Darnell Sankey pursuing NFL career

Jeremiah Martinez

Before accepting his only Division I scholarship offer from Sacramento State in 2012, linebacker Darnell Sankey wasn’t highly recruited in high school. Four years later, he faces adversity again, as he’ll be pursuing a career in the NFL as a small-school prospect, and he will begin the pre-draft process with the NFLPA Collegiate Bowl in Carson, California, on Jan. 26, 2016.

The college all-star game is the top priority for Sankey, who will have a chance to showcase his skills to several NFL scouts.

“I got an official email, and they asked me if I wanted to participate and I obviously said yes,” Sankey said.

As a small-school prospect, Sankey needs to have an impressive week of practice in Southern California to impress NFL scouts before the collegiate all-star game to improve his chances of being drafted to the league in late April.

“Well obviously when I get to this all-star game, I’m sure a lot of guys are going to look down on me because I’m from a small school like every other small-school guy there,” Sankey said. “But I’m just going to get out there and [I’m] going to do what I got to do, you know, and command the troops especially as a linebacker and just force respect.”

Sankey put on several tremendous performances in his senior season at Sac State, including breaking a single-game record in tackles against Weber State on Sept. 19, recording 27. He was three shy of tying the Football Championship Subdivision record of 30 tackles in a game.

In 2015, he posted 153 tackles and was one shy of tying the program’s single-season record of 154.

Sac State linebacker coach Tyler Almond, who has been on the staff since 2011, said Sankey is a competitor who doesn’t pay attention to stats.

“I think that just a tribute to whom he is as a person,” Almond said. “After tough losses, I don’t think he’s too caught up in the stats. He just wants to win, he wants to compete.”

Even though he played his last game as a Hornet, Sankey said it’s surreal he won’t be suiting up to play at Hornet Stadium again.

“I don’t think it’s hit me yet that I’m done as a Hornet,” Sankey said. “It’s on to the next chapter.”

Recruited as a linebacker, Sankey moved to defensive end going into his sophomore season in 2013 due to the lack of depth at the position after John Bloomfield died in a coma 2012.

When Todd Davis, who currently plays for the Denver Broncos, left, Sankey was moved back to linebacker going into his junior year because of a lack of depth and his experience at the position.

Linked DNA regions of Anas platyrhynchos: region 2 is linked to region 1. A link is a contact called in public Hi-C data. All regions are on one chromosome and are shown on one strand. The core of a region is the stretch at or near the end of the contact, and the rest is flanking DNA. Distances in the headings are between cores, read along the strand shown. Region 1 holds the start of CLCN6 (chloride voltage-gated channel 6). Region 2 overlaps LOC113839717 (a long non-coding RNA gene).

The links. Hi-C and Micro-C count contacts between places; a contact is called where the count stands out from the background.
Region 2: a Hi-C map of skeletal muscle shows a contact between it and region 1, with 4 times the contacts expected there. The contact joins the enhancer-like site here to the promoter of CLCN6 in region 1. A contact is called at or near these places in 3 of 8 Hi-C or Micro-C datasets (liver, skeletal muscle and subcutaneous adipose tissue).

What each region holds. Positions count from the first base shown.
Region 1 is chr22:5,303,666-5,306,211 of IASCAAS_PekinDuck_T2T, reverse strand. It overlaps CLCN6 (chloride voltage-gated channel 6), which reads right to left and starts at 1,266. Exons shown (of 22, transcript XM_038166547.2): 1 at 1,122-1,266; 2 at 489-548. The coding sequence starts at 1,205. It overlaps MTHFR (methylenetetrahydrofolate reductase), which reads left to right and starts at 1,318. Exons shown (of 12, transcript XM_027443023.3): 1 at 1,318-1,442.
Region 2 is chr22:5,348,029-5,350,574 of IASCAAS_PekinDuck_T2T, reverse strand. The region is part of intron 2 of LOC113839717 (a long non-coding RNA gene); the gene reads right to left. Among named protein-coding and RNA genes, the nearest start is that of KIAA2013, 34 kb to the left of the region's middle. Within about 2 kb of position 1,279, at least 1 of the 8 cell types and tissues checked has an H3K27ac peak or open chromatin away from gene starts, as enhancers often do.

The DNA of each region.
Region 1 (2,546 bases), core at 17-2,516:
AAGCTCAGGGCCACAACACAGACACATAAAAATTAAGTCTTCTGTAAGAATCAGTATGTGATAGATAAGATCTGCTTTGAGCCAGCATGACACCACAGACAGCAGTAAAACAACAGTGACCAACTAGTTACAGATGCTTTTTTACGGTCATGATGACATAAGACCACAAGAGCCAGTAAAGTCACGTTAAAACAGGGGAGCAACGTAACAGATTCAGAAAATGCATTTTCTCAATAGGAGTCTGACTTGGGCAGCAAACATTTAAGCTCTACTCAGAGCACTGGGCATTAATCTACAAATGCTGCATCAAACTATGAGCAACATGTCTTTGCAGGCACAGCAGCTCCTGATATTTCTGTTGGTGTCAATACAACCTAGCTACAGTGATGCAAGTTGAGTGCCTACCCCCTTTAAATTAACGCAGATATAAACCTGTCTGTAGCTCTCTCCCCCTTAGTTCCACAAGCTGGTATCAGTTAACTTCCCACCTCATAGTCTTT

Sankey said the move back to linebacker benefited him.

“D-ends in the league are 6’5″ and 280 [pounds]; size doesn’t matter, but I think I’m better sized for linebacker,” he said. “I play better as a linebacker, I played my whole career as a linebacker, but at the same time if I go into the league and they need me at [a] 3-4 [scheme] at outside linebacker or D-end, then I’ll do whatever I have to do to make that roster.”

Sankey has played linebacker since he put on pads for the first time during his junior year at Branham High School in San Jose, California. Growing up in a basketball family, he was reluctant to play football for his first two years in high school until his former linebacker coach and defensive coordinator at Branham, Marcus Reese, persuaded him to play. Reese had stints in the NFL with the Chicago Bears and San Francisco 49ers.

Sankey’s reasoning for not playing football in his first two years of high school was due to the increase risk of getting injured.

“I just didn’t want to get injured really,” he said. “My junior year, I was like ‘You know what I’m just going to go for it, if I get injured, I get injured and if I don’t then I’ll be fine.’ God has blessed me and [has] watched over me.”

When he made the transition from basketball to football, Sankey knew he made the right choice once he put on a pair of shoulder pads.

“As soon as I started playing, as soon as I started hitting, I was like ‘Oh yeah, football is where it’s at,’” he said. “I started getting looked at on top of that.”

Sankey said many college scouts didn’t want to take a chance on him because he only had two years of experience playing and Branham High wasn’t known as a “football school.” Branham went 1-9 and 3-7 in his junior and senior years, respectively.

As a senior at Branham, Sankey recorded a Central Coast Section-leading 155 tackles and had at least 12 in every game.

“They didn’t really care,” he said. “They were like ‘Well you play for Branham, a real low high school’ and they were like ‘A second year player?’ Nobody doesn’t (sic) want to take that risk I feel like; luckily Sac State gave me an opportunity.”

Sac State coach Jody Sears, who coached during Sankey’s final two years with the program, knew there was something special in the linebacker when he coached against him in 2013 during his tenure at Weber State.

“He made a believer out of me real quick as I was on the other sideline,” Sears said. “Then you get here [at Sac State] and you get to see what the kid is all about in terms of work ethic, determination, toughness, loyalty and the tremendous amount of heart the kid plays [with] is really special.”

Sankey said he will start training during the winter and will continue to do so throughout his final semester at Sac State in the spring. He is also on track to graduate from the university in May.